How Starbucks Engages with its Customers

Meg Walsh    October 13, 2015

Organization name: Starbucks

Industry: Coffee Company

Starbucks logo

The way an organization communicates and interacts with their customers is a very delicate process, especially in this day in age with social media. Word is now spreading quicker than ever and one little mistake can ruin a whole organizations reputation.

If the risk is so great, why are companies communicating with their customers on social media? It’s simple, it’s the customers who have migrated over to social media to communicate with organizations, and in order to secure their brand reputation, an organization must keep up with the times.

People are now as impatient as ever and expect a response to their questions right away. Traditional methods of customer care such as email, can have you waiting for days for a response. Calling in by telephone can have customers sitting on hold for hours, which can be a very frustrating process. Social media allows organizations to respond to their guests, when their brand is mentioned in a customers post, and take immediate action whether it’s a positive or negative experience that has been shared.

Social media also gives the customer a more personal brand experience and develops a sense of community around the brand. Most responses sent over social media to customers are more casual which reminds the customer that it’s an actual human being on the other end. This helps build the companies reputation and allows for the consumer to engage with the brand on a more personal level.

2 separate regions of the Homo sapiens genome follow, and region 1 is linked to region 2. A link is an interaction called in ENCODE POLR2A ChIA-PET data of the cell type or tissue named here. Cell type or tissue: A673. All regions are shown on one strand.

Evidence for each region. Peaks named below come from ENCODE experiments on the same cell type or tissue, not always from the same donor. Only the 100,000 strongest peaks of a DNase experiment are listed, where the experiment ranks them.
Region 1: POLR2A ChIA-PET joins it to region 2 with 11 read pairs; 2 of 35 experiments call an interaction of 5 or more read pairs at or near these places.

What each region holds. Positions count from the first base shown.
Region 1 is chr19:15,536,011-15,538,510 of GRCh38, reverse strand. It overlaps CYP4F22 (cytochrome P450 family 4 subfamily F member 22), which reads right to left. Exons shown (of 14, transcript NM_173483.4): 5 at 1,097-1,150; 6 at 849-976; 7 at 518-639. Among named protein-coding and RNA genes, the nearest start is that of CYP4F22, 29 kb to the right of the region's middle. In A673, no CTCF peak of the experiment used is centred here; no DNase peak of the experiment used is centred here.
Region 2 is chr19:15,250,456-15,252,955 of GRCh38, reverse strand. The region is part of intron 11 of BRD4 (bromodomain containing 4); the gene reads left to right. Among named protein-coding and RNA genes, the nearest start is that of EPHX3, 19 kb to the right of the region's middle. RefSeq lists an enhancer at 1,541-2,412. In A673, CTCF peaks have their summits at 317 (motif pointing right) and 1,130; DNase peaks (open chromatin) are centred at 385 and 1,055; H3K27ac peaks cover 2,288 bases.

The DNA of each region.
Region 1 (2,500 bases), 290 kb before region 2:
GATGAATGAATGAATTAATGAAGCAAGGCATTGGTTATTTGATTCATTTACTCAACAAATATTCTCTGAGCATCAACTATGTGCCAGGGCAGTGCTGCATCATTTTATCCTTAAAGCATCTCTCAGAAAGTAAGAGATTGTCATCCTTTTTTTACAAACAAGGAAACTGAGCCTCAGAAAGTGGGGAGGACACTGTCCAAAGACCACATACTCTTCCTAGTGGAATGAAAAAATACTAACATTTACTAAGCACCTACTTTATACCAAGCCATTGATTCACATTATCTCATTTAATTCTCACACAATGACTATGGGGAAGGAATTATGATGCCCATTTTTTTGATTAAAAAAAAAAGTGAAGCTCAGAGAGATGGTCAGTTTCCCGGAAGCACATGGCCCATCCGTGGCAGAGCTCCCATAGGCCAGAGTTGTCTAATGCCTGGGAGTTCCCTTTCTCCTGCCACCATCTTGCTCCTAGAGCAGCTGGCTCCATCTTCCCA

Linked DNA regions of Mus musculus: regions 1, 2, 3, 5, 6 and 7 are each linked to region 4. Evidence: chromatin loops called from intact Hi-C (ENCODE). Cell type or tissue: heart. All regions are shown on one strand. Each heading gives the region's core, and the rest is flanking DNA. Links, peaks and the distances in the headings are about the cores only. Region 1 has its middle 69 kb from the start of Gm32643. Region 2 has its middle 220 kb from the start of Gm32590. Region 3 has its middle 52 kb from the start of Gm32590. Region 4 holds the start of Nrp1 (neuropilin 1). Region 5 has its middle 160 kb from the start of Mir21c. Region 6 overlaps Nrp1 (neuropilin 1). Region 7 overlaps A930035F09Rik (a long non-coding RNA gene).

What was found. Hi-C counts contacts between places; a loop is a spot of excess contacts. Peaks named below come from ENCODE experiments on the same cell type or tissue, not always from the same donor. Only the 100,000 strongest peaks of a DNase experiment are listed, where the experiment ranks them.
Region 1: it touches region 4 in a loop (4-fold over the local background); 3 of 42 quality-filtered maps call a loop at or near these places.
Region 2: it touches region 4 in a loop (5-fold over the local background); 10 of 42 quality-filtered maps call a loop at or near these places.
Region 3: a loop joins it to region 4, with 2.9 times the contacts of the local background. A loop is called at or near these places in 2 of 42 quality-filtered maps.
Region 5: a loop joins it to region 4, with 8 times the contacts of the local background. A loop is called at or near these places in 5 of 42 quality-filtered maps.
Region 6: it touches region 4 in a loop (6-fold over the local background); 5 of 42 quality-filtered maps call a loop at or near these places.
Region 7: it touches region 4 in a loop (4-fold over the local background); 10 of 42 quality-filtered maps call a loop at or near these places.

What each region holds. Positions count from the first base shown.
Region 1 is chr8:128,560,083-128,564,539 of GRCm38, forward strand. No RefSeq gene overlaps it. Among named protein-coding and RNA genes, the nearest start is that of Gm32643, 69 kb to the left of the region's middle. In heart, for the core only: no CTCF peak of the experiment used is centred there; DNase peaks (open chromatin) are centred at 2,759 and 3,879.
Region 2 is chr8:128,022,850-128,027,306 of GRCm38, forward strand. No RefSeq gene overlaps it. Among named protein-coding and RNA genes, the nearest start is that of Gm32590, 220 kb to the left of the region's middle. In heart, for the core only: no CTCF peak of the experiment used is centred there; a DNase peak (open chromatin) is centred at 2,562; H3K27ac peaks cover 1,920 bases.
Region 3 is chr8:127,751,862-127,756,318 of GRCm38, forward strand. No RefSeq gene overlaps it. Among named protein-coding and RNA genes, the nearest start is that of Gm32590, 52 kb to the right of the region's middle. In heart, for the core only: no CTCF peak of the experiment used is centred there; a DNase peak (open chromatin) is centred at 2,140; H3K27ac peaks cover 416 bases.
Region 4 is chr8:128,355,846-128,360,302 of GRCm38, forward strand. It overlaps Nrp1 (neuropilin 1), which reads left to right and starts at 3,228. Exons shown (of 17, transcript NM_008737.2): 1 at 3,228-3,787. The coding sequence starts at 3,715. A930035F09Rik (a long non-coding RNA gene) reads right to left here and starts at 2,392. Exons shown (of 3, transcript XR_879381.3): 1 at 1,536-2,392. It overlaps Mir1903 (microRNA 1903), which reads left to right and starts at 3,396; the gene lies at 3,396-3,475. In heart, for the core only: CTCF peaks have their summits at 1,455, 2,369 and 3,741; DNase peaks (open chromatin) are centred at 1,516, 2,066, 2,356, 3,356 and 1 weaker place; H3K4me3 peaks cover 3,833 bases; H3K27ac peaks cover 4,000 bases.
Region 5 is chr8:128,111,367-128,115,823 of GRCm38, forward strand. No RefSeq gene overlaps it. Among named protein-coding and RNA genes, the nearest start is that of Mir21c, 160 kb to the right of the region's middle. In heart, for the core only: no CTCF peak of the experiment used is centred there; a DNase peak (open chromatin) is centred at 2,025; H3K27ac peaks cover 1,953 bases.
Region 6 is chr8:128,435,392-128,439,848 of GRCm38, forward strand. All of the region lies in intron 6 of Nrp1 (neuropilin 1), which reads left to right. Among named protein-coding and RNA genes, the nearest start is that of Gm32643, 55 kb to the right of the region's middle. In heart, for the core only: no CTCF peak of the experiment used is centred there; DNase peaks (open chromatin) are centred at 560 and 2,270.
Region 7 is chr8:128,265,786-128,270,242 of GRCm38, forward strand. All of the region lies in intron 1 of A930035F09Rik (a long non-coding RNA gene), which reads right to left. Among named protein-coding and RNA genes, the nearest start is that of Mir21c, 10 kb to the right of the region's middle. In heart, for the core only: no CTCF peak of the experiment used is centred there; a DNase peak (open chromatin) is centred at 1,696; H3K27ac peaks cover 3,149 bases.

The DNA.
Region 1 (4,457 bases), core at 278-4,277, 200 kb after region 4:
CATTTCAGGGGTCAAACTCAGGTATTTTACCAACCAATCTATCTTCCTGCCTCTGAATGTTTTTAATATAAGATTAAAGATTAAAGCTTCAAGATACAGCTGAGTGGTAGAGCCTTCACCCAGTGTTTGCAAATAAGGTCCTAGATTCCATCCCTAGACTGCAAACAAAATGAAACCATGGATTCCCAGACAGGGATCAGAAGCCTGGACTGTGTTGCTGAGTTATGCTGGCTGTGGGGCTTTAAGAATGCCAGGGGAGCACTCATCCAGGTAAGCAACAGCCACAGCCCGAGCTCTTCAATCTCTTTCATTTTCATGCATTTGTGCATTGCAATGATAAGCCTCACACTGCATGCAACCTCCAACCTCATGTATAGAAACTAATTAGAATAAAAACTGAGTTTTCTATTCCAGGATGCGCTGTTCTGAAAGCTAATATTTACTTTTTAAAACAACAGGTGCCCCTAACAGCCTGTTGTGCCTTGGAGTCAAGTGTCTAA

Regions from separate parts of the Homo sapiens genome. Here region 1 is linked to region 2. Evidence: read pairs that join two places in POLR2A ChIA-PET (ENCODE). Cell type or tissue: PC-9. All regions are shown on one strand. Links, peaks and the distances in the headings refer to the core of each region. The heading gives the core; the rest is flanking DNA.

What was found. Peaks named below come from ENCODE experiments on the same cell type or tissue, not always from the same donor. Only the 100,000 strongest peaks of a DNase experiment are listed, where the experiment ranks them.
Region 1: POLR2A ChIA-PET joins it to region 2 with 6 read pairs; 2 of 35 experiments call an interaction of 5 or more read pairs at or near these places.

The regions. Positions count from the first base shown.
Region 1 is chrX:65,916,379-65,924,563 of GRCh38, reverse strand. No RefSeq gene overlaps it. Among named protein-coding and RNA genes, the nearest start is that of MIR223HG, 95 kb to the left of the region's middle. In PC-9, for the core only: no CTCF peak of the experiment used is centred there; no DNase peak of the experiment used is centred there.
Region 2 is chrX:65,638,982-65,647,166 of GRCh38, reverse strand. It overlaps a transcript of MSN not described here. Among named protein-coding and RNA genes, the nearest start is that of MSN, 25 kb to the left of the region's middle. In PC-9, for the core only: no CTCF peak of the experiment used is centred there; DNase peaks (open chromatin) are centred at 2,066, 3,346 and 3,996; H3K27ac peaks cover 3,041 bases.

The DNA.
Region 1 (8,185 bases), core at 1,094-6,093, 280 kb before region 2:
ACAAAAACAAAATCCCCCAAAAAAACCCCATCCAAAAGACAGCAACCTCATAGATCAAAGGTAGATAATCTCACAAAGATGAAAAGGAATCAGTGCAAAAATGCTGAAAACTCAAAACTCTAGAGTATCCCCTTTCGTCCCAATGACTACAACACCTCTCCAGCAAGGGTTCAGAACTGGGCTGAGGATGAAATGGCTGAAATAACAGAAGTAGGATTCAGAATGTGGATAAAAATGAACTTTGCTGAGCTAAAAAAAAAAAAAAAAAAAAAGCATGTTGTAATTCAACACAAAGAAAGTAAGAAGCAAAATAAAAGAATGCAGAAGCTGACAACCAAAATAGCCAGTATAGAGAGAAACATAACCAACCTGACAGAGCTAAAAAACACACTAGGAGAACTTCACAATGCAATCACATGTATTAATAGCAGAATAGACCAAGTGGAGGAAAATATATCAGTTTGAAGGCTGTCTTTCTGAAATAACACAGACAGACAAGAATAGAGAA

One of the main reasons it’s important for organizations to participate in customer care on social media is the transparency of it. If you have customers your brand will ultimately be discussed online whether you want it to be or not. In order to protect your brands reputation, and have repeat customers, it’s important for organizations to participate in the conversation in a timely manner.

A study by Lithium Technologies found that 53% of customers who ask an organization a question on Twitter expect a response within 1 hour regardless of when they tweeted, with that percentage rising to 72% if it’s a complaint. Therefore, providing fast customer support through social media is crucial for any brand’s social media strategy.



One organization that engages with their customers well on social media is Starbucks. This company, which has over 21,000 stores in 65 different countries, reported record net revenue of $16.4 billion for fiscal year 2014 (an increase of 11% from the previous year). A company that provides you with tasty food and coffee, as well as free Wi-Fi, is proving to provide its customers something else — a personal relationship through social media, and so far they are doing an amazing job.

starbucks twitter image

Starbucks is quick to respond to their consumers on both their Facebook and Twitter accounts and they know when to act ‘corporate’, and when to be light and fun. Like many organizations (who are managing social media well) Starbucks has an additional Twitter handle (@mystarbucksidea) to engage with their consumers. While this account is not as active as their main Twitter account, it’s a place where customers can submit their ideas to make Starbucks better. Starbucks even uses YouTube as a way to communicate answers to commonly asked questions from their customers.


The role social media plays in customer care is one of the most important uses of social media for organizations today. Not only do social channels make a place for companies to house their Q&A’s, it’s also a place to learn from their consumers to improve their products. Organizations need not only to listen but to communicate back to their consumers in order to protect their brands reputation. Unanswered questions or complaints can spread like wildfire leaving a brands reputation in the wind.

For more information on how to engage your consumers and manage customer service on your social media platforms, check out this podcast from OtterBox.

Web referencesStarbucks, Social Media Today, Brandwatch, Forbes

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